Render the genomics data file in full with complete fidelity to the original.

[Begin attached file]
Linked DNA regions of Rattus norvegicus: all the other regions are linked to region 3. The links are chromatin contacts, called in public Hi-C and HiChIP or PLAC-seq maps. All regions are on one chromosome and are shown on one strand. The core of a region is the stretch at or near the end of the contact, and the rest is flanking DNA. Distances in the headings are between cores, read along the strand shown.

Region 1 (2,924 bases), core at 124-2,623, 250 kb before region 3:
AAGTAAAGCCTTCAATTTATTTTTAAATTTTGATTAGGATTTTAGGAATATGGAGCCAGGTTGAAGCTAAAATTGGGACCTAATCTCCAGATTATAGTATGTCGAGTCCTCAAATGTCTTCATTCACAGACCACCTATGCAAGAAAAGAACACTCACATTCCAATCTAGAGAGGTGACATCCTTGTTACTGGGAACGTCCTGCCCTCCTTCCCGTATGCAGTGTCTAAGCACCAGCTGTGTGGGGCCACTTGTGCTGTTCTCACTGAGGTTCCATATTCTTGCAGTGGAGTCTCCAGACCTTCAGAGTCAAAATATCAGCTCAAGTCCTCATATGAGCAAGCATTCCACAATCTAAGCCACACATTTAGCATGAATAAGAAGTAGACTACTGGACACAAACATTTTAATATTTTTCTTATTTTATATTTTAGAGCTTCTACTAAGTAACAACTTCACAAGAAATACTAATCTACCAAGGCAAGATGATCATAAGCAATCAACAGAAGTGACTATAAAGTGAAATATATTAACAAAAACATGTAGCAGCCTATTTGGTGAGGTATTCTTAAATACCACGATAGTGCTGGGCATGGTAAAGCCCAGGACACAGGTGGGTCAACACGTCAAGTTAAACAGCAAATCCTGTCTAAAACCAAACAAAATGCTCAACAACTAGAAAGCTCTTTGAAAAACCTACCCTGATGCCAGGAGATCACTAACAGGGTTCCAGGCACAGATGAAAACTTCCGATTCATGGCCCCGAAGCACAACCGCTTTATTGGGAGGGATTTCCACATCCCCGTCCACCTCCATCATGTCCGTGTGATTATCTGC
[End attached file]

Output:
Linked DNA regions of Rattus norvegicus: all the other regions are linked to region 3. The links are chromatin contacts, called in public Hi-C and HiChIP or PLAC-seq maps. All regions are on one chromosome and are shown on one strand. The core of a region is the stretch at or near the end of the contact, and the rest is flanking DNA. Distances in the headings are between cores, read along the strand shown.

Region 1 (2,924 bases), core at 124-2,623, 250 kb before region 3:
AAGTAAAGCCTTCAATTTATTTTTAAATTTTGATTAGGATTTTAGGAATATGGAGCCAGGTTGAAGCTAAAATTGGGACCTAATCTCCAGATTATAGTATGTCGAGTCCTCAAATGTCTTCATTCACAGACCACCTATGCAAGAAAAGAACACTCACATTCCAATCTAGAGAGGTGACATCCTTGTTACTGGGAACGTCCTGCCCTCCTTCCCGTATGCAGTGTCTAAGCACCAGCTGTGTGGGGCCACTTGTGCTGTTCTCACTGAGGTTCCATATTCTTGCAGTGGAGTCTCCAGACCTTCAGAGTCAAAATATCAGCTCAAGTCCTCATATGAGCAAGCATTCCACAATCTAAGCCACACATTTAGCATGAATAAGAAGTAGACTACTGGACACAAACATTTTAATATTTTTCTTATTTTATATTTTAGAGCTTCTACTAAGTAACAACTTCACAAGAAATACTAATCTACCAAGGCAAGATGATCATAAGCAATCAACAGAAGTGACTATAAAGTGAAATATATTAACAAAAACATGTAGCAGCCTATTTGGTGAGGTATTCTTAAATACCACGATAGTGCTGGGCATGGTAAAGCCCAGGACACAGGTGGGTCAACACGTCAAGTTAAACAGCAAATCCTGTCTAAAACCAAACAAAATGCTCAACAACTAGAAAGCTCTTTGAAAAACCTACCCTGATGCCAGGAGATCACTAACAGGGTTCCAGGCACAGATGAAAACTTCCGATTCATGGCCCCGAAGCACAACCGCTTTATTGGGAGGGATTTCCACATCCCCGTCCACCTCCATCATGTCCGTGTGATTATCTGC